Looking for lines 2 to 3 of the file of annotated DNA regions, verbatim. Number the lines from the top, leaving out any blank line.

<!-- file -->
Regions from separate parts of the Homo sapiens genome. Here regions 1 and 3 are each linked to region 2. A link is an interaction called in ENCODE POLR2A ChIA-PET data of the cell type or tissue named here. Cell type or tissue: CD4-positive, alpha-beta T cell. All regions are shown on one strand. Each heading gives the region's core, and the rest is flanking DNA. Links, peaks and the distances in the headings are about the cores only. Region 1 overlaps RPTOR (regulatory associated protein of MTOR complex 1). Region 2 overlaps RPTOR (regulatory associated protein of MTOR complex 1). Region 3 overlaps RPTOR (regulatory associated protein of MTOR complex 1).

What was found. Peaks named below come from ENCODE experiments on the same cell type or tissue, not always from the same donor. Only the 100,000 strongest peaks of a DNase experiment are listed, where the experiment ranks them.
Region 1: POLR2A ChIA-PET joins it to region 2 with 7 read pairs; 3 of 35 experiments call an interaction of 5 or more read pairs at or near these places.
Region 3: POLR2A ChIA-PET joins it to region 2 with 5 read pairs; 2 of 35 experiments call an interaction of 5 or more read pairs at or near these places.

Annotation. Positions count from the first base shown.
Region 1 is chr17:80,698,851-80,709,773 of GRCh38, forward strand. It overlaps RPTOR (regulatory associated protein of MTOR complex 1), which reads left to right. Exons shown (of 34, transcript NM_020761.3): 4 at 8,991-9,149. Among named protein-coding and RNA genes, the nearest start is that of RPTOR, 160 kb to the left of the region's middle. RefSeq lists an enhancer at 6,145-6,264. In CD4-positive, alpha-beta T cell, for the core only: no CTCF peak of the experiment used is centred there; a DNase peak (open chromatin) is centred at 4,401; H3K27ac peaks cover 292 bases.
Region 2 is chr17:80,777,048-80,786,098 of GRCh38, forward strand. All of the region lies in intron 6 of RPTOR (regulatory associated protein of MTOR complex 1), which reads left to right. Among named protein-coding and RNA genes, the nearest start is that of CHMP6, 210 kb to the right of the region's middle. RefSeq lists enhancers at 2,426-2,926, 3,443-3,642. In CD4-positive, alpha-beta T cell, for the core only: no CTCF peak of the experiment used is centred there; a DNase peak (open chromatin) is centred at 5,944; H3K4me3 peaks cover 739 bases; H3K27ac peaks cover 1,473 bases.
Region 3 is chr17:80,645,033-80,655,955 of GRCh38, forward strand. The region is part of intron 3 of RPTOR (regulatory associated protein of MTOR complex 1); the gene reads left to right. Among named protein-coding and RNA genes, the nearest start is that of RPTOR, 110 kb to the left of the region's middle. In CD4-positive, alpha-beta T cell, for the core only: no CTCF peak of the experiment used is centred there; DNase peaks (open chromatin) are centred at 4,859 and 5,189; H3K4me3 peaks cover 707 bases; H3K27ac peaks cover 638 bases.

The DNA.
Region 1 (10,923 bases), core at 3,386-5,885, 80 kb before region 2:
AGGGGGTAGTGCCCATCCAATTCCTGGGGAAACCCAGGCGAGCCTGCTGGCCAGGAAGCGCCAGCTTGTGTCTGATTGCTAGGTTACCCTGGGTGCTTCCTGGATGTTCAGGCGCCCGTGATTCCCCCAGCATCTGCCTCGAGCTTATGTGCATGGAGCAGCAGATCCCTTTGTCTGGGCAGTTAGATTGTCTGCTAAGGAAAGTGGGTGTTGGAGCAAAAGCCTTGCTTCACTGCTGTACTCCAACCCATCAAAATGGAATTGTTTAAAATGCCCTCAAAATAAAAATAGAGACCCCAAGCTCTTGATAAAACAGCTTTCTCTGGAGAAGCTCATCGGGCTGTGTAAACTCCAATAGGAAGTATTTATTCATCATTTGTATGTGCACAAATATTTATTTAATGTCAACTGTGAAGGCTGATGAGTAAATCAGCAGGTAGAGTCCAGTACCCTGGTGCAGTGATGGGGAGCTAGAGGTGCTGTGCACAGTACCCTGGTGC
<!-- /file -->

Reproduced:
What was found. Peaks named below come from ENCODE experiments on the same cell type or tissue, not always from the same donor. Only the 100,000 strongest peaks of a DNase experiment are listed, where the experiment ranks them.
Region 1: POLR2A ChIA-PET joins it to region 2 with 7 read pairs; 3 of 35 experiments call an interaction of 5 or more read pairs at or near these places.